For instance, if you spent the entire year working in your home office that occupies 100 square feet and you live in a house that has 1,000 square feet, you will be able to take a deduction amounting to one-tenth of your home-related expenses. So, if your annual rent was $20,000, the IRS will let you take $2,000 as a deduction. Similarly, if you spent $6,000 on home utilities such as electricity, wireless, and so on, the IRS will let you take $600 against the income you made through your independent contracting. In translation, you will basically be able to subtract one-tenth of any expense related to your house as long as it is considered to be “reasonable.”

It is important to note that the IRS will also let you choose between a “standard” home office deduction and a square-foot-based one. The standard deduction, which the IRS refers to as the “simplified” option aims to help taxpayers avoid making complex calculations based on allocations of space and time. Instead, it simplifies the process by letting you deduct $5 per square foot of your home office, up to 300 square feet. In translation, the highest deduction you might qualify for under this method is worth $1,500.

If you spent more than that during the year on your rent, utilities, and other expenses that are partially allocated to your home office, you should utilize the previously mentioned formula where you base everything off of square footage. For instance, going back to the previous example of a 100-square-foot office, the taxpayer would only qualify for a $500 deduction if they decided to use the “standard” one. If they decide to use the square foot allocation of expenses, however, their rent alone will result in a $2,000 deduction. Hence why it is important to keep track of your expenses.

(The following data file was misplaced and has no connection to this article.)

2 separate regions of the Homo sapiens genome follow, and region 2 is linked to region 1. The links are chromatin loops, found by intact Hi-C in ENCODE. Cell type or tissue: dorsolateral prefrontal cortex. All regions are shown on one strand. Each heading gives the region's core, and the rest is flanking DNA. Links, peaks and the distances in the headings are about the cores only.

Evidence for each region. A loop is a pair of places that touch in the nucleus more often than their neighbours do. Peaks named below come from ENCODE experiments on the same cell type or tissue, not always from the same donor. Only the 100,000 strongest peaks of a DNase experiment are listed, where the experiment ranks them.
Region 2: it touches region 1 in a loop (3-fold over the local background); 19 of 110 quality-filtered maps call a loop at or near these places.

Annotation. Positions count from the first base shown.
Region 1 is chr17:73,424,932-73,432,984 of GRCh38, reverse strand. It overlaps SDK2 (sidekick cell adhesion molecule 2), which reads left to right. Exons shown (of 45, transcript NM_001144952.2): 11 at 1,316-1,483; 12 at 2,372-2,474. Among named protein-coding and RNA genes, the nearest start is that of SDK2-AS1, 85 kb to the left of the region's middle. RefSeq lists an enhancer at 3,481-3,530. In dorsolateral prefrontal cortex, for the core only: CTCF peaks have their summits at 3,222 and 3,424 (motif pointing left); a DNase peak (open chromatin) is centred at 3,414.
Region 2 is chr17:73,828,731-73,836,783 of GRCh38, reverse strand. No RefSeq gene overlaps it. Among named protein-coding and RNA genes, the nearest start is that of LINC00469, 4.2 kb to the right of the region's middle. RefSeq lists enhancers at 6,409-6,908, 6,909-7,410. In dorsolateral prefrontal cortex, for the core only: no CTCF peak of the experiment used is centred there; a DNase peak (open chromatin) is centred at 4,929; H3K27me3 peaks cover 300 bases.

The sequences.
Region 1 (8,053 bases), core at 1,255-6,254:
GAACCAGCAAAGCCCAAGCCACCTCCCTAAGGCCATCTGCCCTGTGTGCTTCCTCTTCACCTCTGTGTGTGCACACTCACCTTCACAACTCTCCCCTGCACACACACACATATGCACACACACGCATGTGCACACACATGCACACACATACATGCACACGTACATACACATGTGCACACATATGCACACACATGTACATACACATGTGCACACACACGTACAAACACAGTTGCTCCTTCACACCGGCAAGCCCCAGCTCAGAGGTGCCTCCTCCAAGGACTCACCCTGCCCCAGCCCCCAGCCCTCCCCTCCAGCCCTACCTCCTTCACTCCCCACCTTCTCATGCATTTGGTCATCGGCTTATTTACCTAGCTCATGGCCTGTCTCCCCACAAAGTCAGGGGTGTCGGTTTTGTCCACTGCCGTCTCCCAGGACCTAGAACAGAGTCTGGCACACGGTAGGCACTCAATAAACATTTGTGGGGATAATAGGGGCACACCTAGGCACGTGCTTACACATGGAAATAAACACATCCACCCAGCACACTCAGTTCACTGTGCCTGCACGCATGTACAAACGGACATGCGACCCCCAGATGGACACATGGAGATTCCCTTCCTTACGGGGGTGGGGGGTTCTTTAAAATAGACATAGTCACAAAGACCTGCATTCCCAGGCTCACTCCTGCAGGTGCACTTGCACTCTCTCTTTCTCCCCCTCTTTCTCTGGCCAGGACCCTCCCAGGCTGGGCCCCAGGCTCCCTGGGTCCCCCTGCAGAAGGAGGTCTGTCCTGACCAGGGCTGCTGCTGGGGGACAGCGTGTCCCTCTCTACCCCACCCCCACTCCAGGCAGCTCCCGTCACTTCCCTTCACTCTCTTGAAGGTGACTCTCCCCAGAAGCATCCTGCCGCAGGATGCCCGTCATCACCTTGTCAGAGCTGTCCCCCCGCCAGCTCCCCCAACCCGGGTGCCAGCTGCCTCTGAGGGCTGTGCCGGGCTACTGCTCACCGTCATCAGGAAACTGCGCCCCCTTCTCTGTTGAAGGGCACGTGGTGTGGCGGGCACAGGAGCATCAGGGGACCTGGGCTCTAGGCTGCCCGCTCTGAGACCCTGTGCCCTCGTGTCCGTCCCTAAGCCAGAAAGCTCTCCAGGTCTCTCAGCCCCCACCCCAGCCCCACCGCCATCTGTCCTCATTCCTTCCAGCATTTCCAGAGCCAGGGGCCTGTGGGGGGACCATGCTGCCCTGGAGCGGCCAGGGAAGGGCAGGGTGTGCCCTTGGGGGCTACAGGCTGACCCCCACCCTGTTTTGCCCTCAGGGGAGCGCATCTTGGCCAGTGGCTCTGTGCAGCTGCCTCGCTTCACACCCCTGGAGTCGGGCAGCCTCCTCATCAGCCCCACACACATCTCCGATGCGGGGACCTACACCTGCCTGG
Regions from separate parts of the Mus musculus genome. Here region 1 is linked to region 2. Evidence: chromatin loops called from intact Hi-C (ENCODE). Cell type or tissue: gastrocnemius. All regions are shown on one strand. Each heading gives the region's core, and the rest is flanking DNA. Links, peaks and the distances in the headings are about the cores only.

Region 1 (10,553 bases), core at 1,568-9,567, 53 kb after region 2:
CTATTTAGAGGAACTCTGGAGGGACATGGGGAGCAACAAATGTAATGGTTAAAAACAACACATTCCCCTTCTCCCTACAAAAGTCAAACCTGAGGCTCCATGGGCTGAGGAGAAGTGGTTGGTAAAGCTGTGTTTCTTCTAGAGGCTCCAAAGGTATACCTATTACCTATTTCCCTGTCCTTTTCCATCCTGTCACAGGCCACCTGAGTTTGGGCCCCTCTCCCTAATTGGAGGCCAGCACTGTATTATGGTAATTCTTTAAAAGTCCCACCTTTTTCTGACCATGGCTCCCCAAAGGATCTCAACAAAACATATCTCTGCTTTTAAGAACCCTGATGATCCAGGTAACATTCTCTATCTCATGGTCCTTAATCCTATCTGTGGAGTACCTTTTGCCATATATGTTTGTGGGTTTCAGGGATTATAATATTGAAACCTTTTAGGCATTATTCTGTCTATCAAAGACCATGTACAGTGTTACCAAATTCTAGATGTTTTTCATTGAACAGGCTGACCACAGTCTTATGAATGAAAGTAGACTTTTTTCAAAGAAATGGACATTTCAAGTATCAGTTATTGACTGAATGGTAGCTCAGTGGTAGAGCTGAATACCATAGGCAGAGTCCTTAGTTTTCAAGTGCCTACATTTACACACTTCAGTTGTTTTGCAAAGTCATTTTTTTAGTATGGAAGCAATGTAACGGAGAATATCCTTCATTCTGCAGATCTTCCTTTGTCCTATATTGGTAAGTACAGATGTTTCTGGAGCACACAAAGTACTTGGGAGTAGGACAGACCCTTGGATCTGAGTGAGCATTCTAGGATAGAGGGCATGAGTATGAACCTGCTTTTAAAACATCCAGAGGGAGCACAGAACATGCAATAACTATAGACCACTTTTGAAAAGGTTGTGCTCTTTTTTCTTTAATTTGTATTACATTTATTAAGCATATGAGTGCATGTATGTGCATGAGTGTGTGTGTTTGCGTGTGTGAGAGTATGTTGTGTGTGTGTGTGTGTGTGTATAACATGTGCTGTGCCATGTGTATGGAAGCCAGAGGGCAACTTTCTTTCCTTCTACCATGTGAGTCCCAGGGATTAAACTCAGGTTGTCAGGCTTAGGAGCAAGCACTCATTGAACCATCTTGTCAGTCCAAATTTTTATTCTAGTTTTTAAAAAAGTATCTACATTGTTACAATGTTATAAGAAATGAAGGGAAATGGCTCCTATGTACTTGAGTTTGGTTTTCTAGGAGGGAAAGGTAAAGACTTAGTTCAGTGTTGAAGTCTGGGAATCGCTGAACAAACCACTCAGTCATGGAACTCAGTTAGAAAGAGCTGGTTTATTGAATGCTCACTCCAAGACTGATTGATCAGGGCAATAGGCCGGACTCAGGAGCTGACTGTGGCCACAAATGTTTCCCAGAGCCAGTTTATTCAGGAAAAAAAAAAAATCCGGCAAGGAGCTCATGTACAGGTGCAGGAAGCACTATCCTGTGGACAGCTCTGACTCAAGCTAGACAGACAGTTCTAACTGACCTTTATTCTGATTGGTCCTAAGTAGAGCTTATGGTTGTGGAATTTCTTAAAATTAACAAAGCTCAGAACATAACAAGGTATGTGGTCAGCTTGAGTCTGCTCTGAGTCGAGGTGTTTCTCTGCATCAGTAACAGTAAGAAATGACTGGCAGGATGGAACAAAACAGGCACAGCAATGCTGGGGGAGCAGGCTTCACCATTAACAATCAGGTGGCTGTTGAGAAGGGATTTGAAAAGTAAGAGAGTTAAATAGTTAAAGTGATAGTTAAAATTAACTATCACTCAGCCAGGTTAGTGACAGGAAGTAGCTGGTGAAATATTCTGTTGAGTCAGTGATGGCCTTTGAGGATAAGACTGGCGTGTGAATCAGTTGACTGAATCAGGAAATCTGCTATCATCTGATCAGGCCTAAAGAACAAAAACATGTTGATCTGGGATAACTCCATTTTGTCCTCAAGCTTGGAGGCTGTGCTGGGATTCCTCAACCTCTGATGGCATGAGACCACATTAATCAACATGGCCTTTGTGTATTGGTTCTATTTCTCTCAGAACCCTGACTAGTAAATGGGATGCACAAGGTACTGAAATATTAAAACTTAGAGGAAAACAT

2. Large Purchases

Just like companies have the right to claim depreciation on their depreciable assets, independent contractors can also utilize these deductions. For instance, if you work as an independent freelancer who spent $1,000 buying a new computer that will be used for work, you will be allowed to take depreciation on that asset. While the specific method of depreciation that you choose is up to you, it is imperative that you remember to take this deduction as it can be quite hefty. For instance, if you claim bonus depreciation on a $1,000 computer, you will be able to deduct the entire cost against your earnings since the Tax Cuts and Jobs Act allowed for a 100% deduction. This deduction applies to any large purchase that can include everything from technology upgrades to actual furniture that you buy for your home office.

3. Home Internet and Cell Phone

As with your home office, other tools that are necessary for you to work as an independent contractor can also be deducted. For instance, if you work as an online freelancer, you will need to have reliable internet access. Thus, your monthly expenditures for wireless services can be deducted. One thing that you should keep in mind, however, is that the IRS will ask you to prorate how much time you spent using such services for personal use versus work-related use. For instance, if you spent $100 on your internet package per month but also use that package to stream Netflix or listen to Spotify, per se, you will not be able to claim the entire $100 per month as your deduction as it was not all solely used for your business.

4. Meals and Entertainment

Another large group of expenses that many telecommuters see is meals and entertainment. While your meals and entertainment expenses will usually be limited to 50% of the original cost, you should keep close track as these numbers can add up fast. It is also important to note that you cannot deduct any food that you buy and write it off through your independent venture. Doing so would be an easy way to succumb to an IRS audit. Instead, you must carefully choose meals that you actually bought as a part of your workday. For instance, if you have a virtual lunch with an important client, the IRS will let you claim this meal as a business expense since the underlying goal was to gain more client work.

While the list of eligible expenses continues, these represent some of the major categories where you will find most of your deductions. To discover other hidden items that you might be able to deduct, consider finding a certified accountant who can help you analyze your industry and uncover less popular expenses.